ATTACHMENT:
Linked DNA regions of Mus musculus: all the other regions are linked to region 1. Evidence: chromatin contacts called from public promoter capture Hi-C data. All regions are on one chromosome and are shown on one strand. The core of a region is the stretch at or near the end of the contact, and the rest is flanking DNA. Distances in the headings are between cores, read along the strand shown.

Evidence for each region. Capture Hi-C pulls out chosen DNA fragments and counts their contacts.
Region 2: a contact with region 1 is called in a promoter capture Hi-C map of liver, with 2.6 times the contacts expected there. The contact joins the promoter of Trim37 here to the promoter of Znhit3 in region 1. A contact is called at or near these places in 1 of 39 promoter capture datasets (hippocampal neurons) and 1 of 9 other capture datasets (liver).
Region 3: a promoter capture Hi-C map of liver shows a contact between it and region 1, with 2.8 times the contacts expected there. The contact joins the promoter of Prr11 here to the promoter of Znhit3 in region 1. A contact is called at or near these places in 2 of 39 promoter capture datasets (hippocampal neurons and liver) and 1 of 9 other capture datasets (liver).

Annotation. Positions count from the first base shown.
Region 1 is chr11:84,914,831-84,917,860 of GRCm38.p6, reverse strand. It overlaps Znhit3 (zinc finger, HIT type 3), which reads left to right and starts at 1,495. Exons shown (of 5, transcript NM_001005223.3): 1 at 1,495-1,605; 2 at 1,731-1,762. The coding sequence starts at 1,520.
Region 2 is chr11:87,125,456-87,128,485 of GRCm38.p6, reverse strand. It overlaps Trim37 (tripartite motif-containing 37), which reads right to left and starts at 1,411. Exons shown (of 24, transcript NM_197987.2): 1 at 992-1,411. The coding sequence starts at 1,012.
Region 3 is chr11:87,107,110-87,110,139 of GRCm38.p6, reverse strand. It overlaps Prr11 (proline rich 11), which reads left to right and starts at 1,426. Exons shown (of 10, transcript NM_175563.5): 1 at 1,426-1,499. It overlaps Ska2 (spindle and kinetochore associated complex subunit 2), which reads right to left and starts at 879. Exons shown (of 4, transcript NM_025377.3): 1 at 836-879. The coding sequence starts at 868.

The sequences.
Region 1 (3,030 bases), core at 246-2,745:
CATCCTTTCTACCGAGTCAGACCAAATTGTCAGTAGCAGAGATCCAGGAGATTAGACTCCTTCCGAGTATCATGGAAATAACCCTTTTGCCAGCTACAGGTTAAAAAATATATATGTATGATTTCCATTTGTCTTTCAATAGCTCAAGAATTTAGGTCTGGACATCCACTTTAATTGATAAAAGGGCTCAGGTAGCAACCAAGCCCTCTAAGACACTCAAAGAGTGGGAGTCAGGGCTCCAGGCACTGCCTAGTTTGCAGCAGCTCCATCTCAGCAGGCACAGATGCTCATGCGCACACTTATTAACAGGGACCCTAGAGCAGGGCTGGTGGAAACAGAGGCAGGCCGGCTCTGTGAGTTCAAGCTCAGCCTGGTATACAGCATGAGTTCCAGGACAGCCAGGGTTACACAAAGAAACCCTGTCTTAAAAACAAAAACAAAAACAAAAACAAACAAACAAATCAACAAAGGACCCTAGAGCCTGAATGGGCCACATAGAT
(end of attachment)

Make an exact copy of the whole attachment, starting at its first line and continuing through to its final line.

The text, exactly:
Linked DNA regions of Mus musculus: all the other regions are linked to region 1. Evidence: chromatin contacts called from public promoter capture Hi-C data. All regions are on one chromosome and are shown on one strand. The core of a region is the stretch at or near the end of the contact, and the rest is flanking DNA. Distances in the headings are between cores, read along the strand shown.

Evidence for each region. Capture Hi-C pulls out chosen DNA fragments and counts their contacts.
Region 2: a contact with region 1 is called in a promoter capture Hi-C map of liver, with 2.6 times the contacts expected there. The contact joins the promoter of Trim37 here to the promoter of Znhit3 in region 1. A contact is called at or near these places in 1 of 39 promoter capture datasets (hippocampal neurons) and 1 of 9 other capture datasets (liver).
Region 3: a promoter capture Hi-C map of liver shows a contact between it and region 1, with 2.8 times the contacts expected there. The contact joins the promoter of Prr11 here to the promoter of Znhit3 in region 1. A contact is called at or near these places in 2 of 39 promoter capture datasets (hippocampal neurons and liver) and 1 of 9 other capture datasets (liver).

Annotation. Positions count from the first base shown.
Region 1 is chr11:84,914,831-84,917,860 of GRCm38.p6, reverse strand. It overlaps Znhit3 (zinc finger, HIT type 3), which reads left to right and starts at 1,495. Exons shown (of 5, transcript NM_001005223.3): 1 at 1,495-1,605; 2 at 1,731-1,762. The coding sequence starts at 1,520.
Region 2 is chr11:87,125,456-87,128,485 of GRCm38.p6, reverse strand. It overlaps Trim37 (tripartite motif-containing 37), which reads right to left and starts at 1,411. Exons shown (of 24, transcript NM_197987.2): 1 at 992-1,411. The coding sequence starts at 1,012.
Region 3 is chr11:87,107,110-87,110,139 of GRCm38.p6, reverse strand. It overlaps Prr11 (proline rich 11), which reads left to right and starts at 1,426. Exons shown (of 10, transcript NM_175563.5): 1 at 1,426-1,499. It overlaps Ska2 (spindle and kinetochore associated complex subunit 2), which reads right to left and starts at 879. Exons shown (of 4, transcript NM_025377.3): 1 at 836-879. The coding sequence starts at 868.

The sequences.
Region 1 (3,030 bases), core at 246-2,745:
CATCCTTTCTACCGAGTCAGACCAAATTGTCAGTAGCAGAGATCCAGGAGATTAGACTCCTTCCGAGTATCATGGAAATAACCCTTTTGCCAGCTACAGGTTAAAAAATATATATGTATGATTTCCATTTGTCTTTCAATAGCTCAAGAATTTAGGTCTGGACATCCACTTTAATTGATAAAAGGGCTCAGGTAGCAACCAAGCCCTCTAAGACACTCAAAGAGTGGGAGTCAGGGCTCCAGGCACTGCCTAGTTTGCAGCAGCTCCATCTCAGCAGGCACAGATGCTCATGCGCACACTTATTAACAGGGACCCTAGAGCAGGGCTGGTGGAAACAGAGGCAGGCCGGCTCTGTGAGTTCAAGCTCAGCCTGGTATACAGCATGAGTTCCAGGACAGCCAGGGTTACACAAAGAAACCCTGTCTTAAAAACAAAAACAAAAACAAAAACAAACAAACAAATCAACAAAGGACCCTAGAGCCTGAATGGGCCACATAGAT